Politics is dirty and sometimes requires building a coalition with unpleasant people to achieve your goals. I don’t agree that receiving an endorsement from somebody who I admit is shitty with a massive fanbase is a fuckup.

    That said, even if I did accept that it’s a fuckup, I’m not about to drop the only candidate whose policy positions even remotely mirror my own just because he got an endorsement from someone that I agree is a shitty racist and transphobe.

    There is not another candidate who is running on a single issue that is anywhere near to my stance outside of Bernie, so it’s going to take more than that to make me settle for someone that I have essentially nothing in common with politically speaking.

    Especially given that Sanders has supported racial and LGBT rights for his entire political career, even back at a time when most of the alternatives were part of the republican party. It’s going to take more than a Rogan endorsement to overcome that in my mind, and I’m speaking as a bisexual nonbinary person of color.


    And Sanders, accepting support from Rogan and his fans, is saying that LGBT rights – or anyone else’s – take a back seat to his rather unlikely-to-succeed agenda.

    As mentioned, I do not think that it is unlikely to succeed. A significant amount of his platform can be achieved unilaterally through executive orders. He could make my job as an immigration lawyer literally redundant overnight by removing the Obama and Trump era immigration restrictions.

  31. Porivil Sorrens says

    Like, these are primaries, the entire point is to vote for the candidate that I think best reflects my political leanings to represent the party in the general.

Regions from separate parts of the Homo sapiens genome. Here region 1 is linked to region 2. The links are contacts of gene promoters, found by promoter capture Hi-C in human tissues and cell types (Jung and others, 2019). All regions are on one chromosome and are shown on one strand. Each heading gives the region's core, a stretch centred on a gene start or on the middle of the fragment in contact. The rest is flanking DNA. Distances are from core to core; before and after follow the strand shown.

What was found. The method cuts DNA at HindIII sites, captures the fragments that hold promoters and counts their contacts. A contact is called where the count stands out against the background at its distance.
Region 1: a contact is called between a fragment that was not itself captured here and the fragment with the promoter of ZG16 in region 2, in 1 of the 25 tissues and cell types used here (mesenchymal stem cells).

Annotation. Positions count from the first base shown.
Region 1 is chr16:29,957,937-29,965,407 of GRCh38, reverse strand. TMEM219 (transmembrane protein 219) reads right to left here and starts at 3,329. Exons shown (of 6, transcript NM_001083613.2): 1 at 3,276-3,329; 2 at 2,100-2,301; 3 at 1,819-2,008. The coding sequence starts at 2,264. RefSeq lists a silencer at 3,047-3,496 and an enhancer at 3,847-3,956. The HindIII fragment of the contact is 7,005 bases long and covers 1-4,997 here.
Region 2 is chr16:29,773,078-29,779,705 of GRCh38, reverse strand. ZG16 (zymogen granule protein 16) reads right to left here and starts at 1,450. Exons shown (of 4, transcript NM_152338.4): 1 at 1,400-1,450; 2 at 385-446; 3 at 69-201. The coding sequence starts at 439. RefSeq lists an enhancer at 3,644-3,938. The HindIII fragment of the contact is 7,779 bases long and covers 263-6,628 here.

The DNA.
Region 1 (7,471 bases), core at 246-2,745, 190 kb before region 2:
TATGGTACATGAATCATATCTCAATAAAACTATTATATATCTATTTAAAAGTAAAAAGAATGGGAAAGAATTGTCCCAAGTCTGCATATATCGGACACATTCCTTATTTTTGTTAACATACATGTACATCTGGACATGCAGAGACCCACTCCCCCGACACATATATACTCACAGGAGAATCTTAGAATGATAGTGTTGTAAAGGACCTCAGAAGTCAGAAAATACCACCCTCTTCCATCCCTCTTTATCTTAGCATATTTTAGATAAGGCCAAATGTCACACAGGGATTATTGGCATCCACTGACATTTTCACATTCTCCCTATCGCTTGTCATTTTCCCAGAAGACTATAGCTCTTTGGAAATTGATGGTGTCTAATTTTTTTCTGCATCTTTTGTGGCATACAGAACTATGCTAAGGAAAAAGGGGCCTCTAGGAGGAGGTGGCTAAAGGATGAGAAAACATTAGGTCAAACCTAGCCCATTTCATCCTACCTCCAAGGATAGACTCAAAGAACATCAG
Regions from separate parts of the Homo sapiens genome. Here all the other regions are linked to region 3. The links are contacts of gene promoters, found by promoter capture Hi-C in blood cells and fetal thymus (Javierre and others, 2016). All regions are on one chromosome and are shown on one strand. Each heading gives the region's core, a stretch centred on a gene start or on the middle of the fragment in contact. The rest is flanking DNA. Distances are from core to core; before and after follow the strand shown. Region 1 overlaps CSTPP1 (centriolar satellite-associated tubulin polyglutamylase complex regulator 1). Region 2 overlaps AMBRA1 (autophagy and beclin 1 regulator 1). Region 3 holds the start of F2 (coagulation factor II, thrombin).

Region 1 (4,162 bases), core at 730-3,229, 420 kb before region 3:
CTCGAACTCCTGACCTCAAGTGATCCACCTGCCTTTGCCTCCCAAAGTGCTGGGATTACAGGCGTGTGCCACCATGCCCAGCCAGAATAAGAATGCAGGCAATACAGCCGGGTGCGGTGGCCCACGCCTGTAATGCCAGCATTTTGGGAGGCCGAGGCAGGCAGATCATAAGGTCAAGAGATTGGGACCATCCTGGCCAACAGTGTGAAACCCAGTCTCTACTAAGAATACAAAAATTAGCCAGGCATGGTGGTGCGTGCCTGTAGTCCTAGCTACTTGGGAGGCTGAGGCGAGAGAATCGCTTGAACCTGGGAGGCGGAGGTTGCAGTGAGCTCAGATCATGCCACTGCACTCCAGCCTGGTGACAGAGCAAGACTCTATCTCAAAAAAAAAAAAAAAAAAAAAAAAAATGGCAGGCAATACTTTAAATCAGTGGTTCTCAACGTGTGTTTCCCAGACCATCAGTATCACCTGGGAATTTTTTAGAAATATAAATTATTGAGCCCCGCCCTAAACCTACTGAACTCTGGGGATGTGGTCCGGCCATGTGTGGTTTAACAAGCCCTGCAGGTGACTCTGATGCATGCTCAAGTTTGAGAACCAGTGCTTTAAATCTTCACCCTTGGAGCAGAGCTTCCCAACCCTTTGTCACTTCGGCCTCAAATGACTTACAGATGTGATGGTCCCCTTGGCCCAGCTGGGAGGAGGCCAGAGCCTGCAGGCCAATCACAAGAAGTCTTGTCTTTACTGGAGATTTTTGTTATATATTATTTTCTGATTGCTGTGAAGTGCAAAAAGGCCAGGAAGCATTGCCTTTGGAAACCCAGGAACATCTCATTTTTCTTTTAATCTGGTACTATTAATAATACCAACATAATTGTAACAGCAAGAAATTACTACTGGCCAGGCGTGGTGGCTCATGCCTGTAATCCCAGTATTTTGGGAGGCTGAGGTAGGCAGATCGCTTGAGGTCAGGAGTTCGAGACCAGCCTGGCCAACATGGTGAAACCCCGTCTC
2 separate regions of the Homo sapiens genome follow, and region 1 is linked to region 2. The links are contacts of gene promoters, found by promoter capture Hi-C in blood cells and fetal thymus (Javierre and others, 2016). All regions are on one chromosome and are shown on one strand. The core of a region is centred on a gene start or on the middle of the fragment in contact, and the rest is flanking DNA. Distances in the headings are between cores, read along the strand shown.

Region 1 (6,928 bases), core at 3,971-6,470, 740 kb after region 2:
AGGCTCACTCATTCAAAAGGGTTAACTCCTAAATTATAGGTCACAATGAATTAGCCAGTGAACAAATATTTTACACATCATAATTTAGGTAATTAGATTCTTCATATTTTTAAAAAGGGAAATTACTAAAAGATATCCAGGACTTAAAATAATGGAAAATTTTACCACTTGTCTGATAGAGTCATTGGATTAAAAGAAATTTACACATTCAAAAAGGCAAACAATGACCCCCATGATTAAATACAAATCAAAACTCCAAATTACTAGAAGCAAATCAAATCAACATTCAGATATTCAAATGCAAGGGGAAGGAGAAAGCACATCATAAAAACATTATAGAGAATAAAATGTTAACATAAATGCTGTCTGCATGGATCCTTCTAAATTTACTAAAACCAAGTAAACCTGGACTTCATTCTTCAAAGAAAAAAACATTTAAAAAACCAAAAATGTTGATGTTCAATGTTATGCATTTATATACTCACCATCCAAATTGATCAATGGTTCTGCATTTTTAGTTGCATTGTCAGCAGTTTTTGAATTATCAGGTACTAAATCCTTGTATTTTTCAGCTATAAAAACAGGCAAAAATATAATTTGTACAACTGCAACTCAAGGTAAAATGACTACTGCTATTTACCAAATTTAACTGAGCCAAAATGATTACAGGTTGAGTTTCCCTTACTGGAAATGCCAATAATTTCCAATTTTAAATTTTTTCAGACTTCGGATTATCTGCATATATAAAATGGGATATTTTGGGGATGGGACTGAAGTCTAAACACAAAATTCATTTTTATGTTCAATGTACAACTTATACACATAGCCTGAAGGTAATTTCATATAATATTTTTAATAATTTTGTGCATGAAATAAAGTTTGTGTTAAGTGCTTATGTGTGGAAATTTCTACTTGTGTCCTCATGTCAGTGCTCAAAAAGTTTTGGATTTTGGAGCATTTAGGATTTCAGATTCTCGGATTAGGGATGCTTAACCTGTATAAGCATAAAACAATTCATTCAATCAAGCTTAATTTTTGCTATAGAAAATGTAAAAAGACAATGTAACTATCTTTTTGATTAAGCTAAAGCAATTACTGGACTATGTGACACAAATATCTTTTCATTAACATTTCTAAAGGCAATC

Given that I’m a socialist, there is not really any other candidate who is even in the same neighborhood of my beliefs aside from Bernie. I’ll still vote for whoever gets the democratic nomination, but it’ll be nothing but a harm reduction settle pick, not a reflection of the policies I consider important.

  32. Mobius says

    That was a powerful speech.

    Like you, PZ, I favor Warren but would be happy to vote for Sanders as well. I will grudgingly vote for any Democrat for president since I think Trump is a real danger to the US and (small d) democracy. We can see that latter in how the Senate impeachment trial has played out.

    @1 and @20 (and maybe others since I didn’t read all the posts), this is in part why Trump got elected in the first place. If you don’t vote for a Democrat, no matter who it is, you are saying you are satisfied with Trump even if you don’t vote for him. I was not happy with Clinton in the last election but I voted for her anyway since she, IMHO, was vastly better that Trump.

    Even if you aren’t happy with the candidates, vote for the lesser of two evils to limit the harm done to your country.

  33. says

    @36 Putting this on PZ’s comment section may trip an irony meter, but, here goes.

    “For what is a man profited, if he shall gain the whole world, and lose his own soul? Or what shall a man give in exchange for his soul?”